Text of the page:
14 January 2013

learning moments

A few of my plants left for new homes today. I've kind of made an arrangement with a local women's group; they supply me with growing materials and I will periodically give them plants (intended for gifts). I thought this might be good as I'm always experimenting at growing things but don't really need five spider plants in my house, or ten pots of palms! Yesterday some items were dropped off and these went out the door:
The purple African Violet (in a smaller, round pot- I didn't know if someone would know what to do with the SIP I'd made). The Marjoram was such a pretty plant, but after trying it in many dishes I realize this is an herb I will probably never eat much of. I just don't care for its flavor. The bigger of these little Spider babies went, too. I took my younger one that was in a hanging SIP and divided it- it was actually three plants growing together. (The two smaller ones pictured here are recently rooted infants off a runner).
I will miss the purple Violet but I like the pink one much better (which is almost ready to divide anyway). Several leaves broke off when repotting; I stuck them into the remnants of soil at the bottom of the vacated SIP.
I've also got a baby African violet that came off that plant (so if these grow I will have new purple ones someday!) The baby violet hasn't grown much and in fact lost a few leaves because they lie so close to the soil, top watering nearly made the entire plantlet float. So I moved that one into a small SIP, where it can get water from below. Hope it does better.
It was interesting to upend the Spider plant and discover that it was pretty dry in there. Spider plants like to stay rather dry as the fat, fleshy roots attest. I've learned to let this one get bone-dry and lightweight, then just give it a little bit of water, about half an inch. I've noticed that the drier I let the Spiders get, the more upright and glossy their leaves are. Brown tips seem to occur with overwatering, too.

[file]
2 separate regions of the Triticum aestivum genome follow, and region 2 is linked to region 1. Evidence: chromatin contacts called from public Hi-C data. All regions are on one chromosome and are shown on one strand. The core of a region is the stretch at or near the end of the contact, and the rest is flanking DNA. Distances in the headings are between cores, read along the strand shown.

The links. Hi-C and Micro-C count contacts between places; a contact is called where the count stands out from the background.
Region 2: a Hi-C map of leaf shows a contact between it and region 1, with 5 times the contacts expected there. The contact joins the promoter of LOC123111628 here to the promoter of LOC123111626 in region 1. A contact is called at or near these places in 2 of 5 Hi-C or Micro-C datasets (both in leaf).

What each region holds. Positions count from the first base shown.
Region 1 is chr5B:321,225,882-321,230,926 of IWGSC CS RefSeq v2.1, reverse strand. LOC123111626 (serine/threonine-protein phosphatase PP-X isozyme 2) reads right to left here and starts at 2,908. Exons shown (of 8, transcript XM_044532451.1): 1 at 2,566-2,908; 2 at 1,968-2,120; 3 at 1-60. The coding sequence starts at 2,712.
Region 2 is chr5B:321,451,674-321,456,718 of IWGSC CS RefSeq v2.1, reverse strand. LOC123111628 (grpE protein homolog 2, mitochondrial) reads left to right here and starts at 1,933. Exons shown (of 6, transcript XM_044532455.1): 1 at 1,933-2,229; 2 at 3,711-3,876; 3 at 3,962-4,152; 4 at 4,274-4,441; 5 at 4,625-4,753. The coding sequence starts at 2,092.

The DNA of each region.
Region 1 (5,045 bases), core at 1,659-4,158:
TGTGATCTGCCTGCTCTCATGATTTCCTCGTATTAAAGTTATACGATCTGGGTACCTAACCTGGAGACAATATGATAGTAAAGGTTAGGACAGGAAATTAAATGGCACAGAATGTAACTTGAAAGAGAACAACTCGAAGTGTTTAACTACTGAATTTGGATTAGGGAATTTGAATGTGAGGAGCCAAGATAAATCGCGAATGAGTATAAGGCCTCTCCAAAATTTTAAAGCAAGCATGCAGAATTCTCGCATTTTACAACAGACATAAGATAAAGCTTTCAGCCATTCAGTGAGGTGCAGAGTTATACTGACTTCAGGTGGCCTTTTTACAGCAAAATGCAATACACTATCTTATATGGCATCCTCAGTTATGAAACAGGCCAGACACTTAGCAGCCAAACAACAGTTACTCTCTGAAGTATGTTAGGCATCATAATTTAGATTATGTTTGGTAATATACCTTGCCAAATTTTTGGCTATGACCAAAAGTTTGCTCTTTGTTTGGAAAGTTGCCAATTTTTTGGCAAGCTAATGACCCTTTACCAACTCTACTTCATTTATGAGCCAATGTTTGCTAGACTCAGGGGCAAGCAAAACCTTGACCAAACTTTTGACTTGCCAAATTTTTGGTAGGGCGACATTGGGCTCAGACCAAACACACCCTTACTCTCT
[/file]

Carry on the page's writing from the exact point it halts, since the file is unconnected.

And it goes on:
So these SIPs do work for any kind of moisture requirements. My violets stay pretty saturated, and get a lot of water each time- several inches. The Spiders get only a little water, and dry out completely in between. The Arrowhead and Pothos plants only seem to need a little water as well, but more frequently to keep them moist... I bet if I was careful I could grow a Crassula in an SIP but I'm not ready to try that again yet.

Arrowhead doesn't seem to like something I'm doing. It is growing like crazy- every time I look at its height against the lamp it stands next to, it's a few centimeters taller. Soon I'll have to move it or start pinching out new growth.
But it keeps getting brown edges, both tips
and rear portions of the leaves. I think it's from too much water.
The felt wicking I made in that larger Pothos planter did work! I watered it for the first time yesterday and after a half hour, the reservoir was empty again, it had all moved up into the soil. This plant seems very happy, doesn't even seem to have noticed it was moved into a new container.


chrisa511 said...

You do such a wonderful job with all of these Jeane and it must be a little rewarding to get to send these to new homes :)

Lècabbage said...

I combined a fern and a palm tree! Somehow my imagination took two photos and told my rational brain they were the same plant. Jeeze